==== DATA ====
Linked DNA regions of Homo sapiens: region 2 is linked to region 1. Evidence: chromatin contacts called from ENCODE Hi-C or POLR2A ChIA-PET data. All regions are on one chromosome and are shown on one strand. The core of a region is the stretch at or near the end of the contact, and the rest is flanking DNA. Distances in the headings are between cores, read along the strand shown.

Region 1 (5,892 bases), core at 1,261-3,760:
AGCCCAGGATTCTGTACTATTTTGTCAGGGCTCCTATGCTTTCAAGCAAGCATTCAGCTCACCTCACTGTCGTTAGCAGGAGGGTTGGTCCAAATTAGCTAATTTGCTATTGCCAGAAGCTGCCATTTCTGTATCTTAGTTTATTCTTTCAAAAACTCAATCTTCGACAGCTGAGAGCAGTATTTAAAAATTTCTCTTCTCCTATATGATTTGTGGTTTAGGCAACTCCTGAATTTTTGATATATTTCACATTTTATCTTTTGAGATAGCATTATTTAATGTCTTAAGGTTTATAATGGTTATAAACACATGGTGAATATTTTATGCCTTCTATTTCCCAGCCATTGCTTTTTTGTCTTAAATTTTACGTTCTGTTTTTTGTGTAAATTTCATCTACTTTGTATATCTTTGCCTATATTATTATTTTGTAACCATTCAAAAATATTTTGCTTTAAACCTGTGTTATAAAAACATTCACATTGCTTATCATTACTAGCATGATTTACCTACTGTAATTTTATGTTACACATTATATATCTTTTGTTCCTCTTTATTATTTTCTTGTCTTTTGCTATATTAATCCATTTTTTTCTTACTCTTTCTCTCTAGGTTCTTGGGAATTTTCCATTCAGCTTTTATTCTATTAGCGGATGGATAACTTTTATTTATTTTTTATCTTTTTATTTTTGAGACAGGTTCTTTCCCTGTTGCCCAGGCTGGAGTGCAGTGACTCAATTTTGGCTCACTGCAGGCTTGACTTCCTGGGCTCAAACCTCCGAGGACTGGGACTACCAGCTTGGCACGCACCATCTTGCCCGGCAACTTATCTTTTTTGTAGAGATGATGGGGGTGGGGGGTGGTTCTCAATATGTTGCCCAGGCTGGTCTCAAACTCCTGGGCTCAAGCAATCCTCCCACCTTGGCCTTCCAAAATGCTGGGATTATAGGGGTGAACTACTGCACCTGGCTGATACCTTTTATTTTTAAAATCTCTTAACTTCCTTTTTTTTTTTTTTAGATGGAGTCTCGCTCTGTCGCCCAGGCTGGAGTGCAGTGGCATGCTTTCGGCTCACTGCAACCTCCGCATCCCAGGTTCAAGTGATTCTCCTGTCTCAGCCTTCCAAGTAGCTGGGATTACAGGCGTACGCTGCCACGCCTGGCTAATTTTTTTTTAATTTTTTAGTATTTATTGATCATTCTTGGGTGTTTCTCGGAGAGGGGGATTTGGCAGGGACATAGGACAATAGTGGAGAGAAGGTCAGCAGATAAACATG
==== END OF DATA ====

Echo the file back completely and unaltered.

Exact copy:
Linked DNA regions of Homo sapiens: region 2 is linked to region 1. Evidence: chromatin contacts called from ENCODE Hi-C or POLR2A ChIA-PET data. All regions are on one chromosome and are shown on one strand. The core of a region is the stretch at or near the end of the contact, and the rest is flanking DNA. Distances in the headings are between cores, read along the strand shown.

Region 1 (5,892 bases), core at 1,261-3,760:
AGCCCAGGATTCTGTACTATTTTGTCAGGGCTCCTATGCTTTCAAGCAAGCATTCAGCTCACCTCACTGTCGTTAGCAGGAGGGTTGGTCCAAATTAGCTAATTTGCTATTGCCAGAAGCTGCCATTTCTGTATCTTAGTTTATTCTTTCAAAAACTCAATCTTCGACAGCTGAGAGCAGTATTTAAAAATTTCTCTTCTCCTATATGATTTGTGGTTTAGGCAACTCCTGAATTTTTGATATATTTCACATTTTATCTTTTGAGATAGCATTATTTAATGTCTTAAGGTTTATAATGGTTATAAACACATGGTGAATATTTTATGCCTTCTATTTCCCAGCCATTGCTTTTTTGTCTTAAATTTTACGTTCTGTTTTTTGTGTAAATTTCATCTACTTTGTATATCTTTGCCTATATTATTATTTTGTAACCATTCAAAAATATTTTGCTTTAAACCTGTGTTATAAAAACATTCACATTGCTTATCATTACTAGCATGATTTACCTACTGTAATTTTATGTTACACATTATATATCTTTTGTTCCTCTTTATTATTTTCTTGTCTTTTGCTATATTAATCCATTTTTTTCTTACTCTTTCTCTCTAGGTTCTTGGGAATTTTCCATTCAGCTTTTATTCTATTAGCGGATGGATAACTTTTATTTATTTTTTATCTTTTTATTTTTGAGACAGGTTCTTTCCCTGTTGCCCAGGCTGGAGTGCAGTGACTCAATTTTGGCTCACTGCAGGCTTGACTTCCTGGGCTCAAACCTCCGAGGACTGGGACTACCAGCTTGGCACGCACCATCTTGCCCGGCAACTTATCTTTTTTGTAGAGATGATGGGGGTGGGGGGTGGTTCTCAATATGTTGCCCAGGCTGGTCTCAAACTCCTGGGCTCAAGCAATCCTCCCACCTTGGCCTTCCAAAATGCTGGGATTATAGGGGTGAACTACTGCACCTGGCTGATACCTTTTATTTTTAAAATCTCTTAACTTCCTTTTTTTTTTTTTTAGATGGAGTCTCGCTCTGTCGCCCAGGCTGGAGTGCAGTGGCATGCTTTCGGCTCACTGCAACCTCCGCATCCCAGGTTCAAGTGATTCTCCTGTCTCAGCCTTCCAAGTAGCTGGGATTACAGGCGTACGCTGCCACGCCTGGCTAATTTTTTTTTAATTTTTTAGTATTTATTGATCATTCTTGGGTGTTTCTCGGAGAGGGGGATTTGGCAGGGACATAGGACAATAGTGGAGAGAAGGTCAGCAGATAAACATG